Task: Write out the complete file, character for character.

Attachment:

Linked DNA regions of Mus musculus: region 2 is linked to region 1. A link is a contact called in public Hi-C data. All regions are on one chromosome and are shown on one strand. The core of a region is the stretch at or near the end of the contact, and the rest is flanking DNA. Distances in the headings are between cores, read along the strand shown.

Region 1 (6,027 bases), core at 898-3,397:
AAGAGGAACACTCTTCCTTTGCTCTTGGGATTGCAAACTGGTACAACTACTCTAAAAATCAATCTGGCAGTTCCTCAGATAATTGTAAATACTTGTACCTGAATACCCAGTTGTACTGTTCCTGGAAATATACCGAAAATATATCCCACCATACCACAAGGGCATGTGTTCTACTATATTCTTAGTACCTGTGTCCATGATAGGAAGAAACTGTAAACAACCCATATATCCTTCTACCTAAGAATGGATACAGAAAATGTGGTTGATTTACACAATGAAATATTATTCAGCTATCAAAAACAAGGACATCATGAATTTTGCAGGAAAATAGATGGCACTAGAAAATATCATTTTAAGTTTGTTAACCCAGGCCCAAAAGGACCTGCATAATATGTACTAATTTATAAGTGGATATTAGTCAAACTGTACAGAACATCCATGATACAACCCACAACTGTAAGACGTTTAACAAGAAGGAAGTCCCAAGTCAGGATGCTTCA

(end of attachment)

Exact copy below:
Linked DNA regions of Mus musculus: region 2 is linked to region 1. A link is a contact called in public Hi-C data. All regions are on one chromosome and are shown on one strand. The core of a region is the stretch at or near the end of the contact, and the rest is flanking DNA. Distances in the headings are between cores, read along the strand shown.

Region 1 (6,027 bases), core at 898-3,397:
AAGAGGAACACTCTTCCTTTGCTCTTGGGATTGCAAACTGGTACAACTACTCTAAAAATCAATCTGGCAGTTCCTCAGATAATTGTAAATACTTGTACCTGAATACCCAGTTGTACTGTTCCTGGAAATATACCGAAAATATATCCCACCATACCACAAGGGCATGTGTTCTACTATATTCTTAGTACCTGTGTCCATGATAGGAAGAAACTGTAAACAACCCATATATCCTTCTACCTAAGAATGGATACAGAAAATGTGGTTGATTTACACAATGAAATATTATTCAGCTATCAAAAACAAGGACATCATGAATTTTGCAGGAAAATAGATGGCACTAGAAAATATCATTTTAAGTTTGTTAACCCAGGCCCAAAAGGACCTGCATAATATGTACTAATTTATAAGTGGATATTAGTCAAACTGTACAGAACATCCATGATACAACCCACAACTGTAAGACGTTTAACAAGAAGGAAGTCCCAAGTCAGGATGCTTCA